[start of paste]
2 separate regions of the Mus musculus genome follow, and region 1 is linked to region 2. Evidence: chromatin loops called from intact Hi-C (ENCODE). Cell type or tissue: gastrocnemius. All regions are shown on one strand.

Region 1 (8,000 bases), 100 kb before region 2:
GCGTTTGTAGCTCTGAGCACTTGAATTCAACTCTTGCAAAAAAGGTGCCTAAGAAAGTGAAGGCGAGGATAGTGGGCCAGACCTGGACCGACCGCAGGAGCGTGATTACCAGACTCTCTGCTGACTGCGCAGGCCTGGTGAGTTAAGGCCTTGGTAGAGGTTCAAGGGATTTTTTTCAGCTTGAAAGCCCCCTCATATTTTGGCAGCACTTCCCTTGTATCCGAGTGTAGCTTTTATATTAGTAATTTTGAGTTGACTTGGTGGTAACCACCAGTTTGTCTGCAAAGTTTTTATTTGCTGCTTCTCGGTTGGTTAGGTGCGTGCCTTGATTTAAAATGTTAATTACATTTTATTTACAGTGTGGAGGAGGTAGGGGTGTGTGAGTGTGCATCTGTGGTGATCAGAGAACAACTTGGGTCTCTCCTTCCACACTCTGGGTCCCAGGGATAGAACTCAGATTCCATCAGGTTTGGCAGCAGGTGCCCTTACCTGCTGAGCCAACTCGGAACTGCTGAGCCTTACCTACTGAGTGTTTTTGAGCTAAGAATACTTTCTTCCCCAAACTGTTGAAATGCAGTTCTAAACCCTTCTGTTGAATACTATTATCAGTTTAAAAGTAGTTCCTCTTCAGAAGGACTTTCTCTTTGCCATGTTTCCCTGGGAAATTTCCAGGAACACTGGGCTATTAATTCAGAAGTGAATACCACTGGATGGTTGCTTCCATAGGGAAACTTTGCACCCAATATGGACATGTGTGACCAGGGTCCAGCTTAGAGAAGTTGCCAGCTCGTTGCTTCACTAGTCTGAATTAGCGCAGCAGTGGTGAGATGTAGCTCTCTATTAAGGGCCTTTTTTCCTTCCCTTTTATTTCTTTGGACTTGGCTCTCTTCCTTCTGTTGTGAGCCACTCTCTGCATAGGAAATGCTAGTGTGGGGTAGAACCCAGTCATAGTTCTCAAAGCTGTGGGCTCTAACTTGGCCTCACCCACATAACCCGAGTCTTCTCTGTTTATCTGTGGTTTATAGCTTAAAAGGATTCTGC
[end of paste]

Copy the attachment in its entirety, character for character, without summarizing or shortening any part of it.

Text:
2 separate regions of the Mus musculus genome follow, and region 1 is linked to region 2. Evidence: chromatin loops called from intact Hi-C (ENCODE). Cell type or tissue: gastrocnemius. All regions are shown on one strand.

Region 1 (8,000 bases), 100 kb before region 2:
GCGTTTGTAGCTCTGAGCACTTGAATTCAACTCTTGCAAAAAAGGTGCCTAAGAAAGTGAAGGCGAGGATAGTGGGCCAGACCTGGACCGACCGCAGGAGCGTGATTACCAGACTCTCTGCTGACTGCGCAGGCCTGGTGAGTTAAGGCCTTGGTAGAGGTTCAAGGGATTTTTTTCAGCTTGAAAGCCCCCTCATATTTTGGCAGCACTTCCCTTGTATCCGAGTGTAGCTTTTATATTAGTAATTTTGAGTTGACTTGGTGGTAACCACCAGTTTGTCTGCAAAGTTTTTATTTGCTGCTTCTCGGTTGGTTAGGTGCGTGCCTTGATTTAAAATGTTAATTACATTTTATTTACAGTGTGGAGGAGGTAGGGGTGTGTGAGTGTGCATCTGTGGTGATCAGAGAACAACTTGGGTCTCTCCTTCCACACTCTGGGTCCCAGGGATAGAACTCAGATTCCATCAGGTTTGGCAGCAGGTGCCCTTACCTGCTGAGCCAACTCGGAACTGCTGAGCCTTACCTACTGAGTGTTTTTGAGCTAAGAATACTTTCTTCCCCAAACTGTTGAAATGCAGTTCTAAACCCTTCTGTTGAATACTATTATCAGTTTAAAAGTAGTTCCTCTTCAGAAGGACTTTCTCTTTGCCATGTTTCCCTGGGAAATTTCCAGGAACACTGGGCTATTAATTCAGAAGTGAATACCACTGGATGGTTGCTTCCATAGGGAAACTTTGCACCCAATATGGACATGTGTGACCAGGGTCCAGCTTAGAGAAGTTGCCAGCTCGTTGCTTCACTAGTCTGAATTAGCGCAGCAGTGGTGAGATGTAGCTCTCTATTAAGGGCCTTTTTTCCTTCCCTTTTATTTCTTTGGACTTGGCTCTCTTCCTTCTGTTGTGAGCCACTCTCTGCATAGGAAATGCTAGTGTGGGGTAGAACCCAGTCATAGTTCTCAAAGCTGTGGGCTCTAACTTGGCCTCACCCACATAACCCGAGTCTTCTCTGTTTATCTGTGGTTTATAGCTTAAAAGGATTCTGC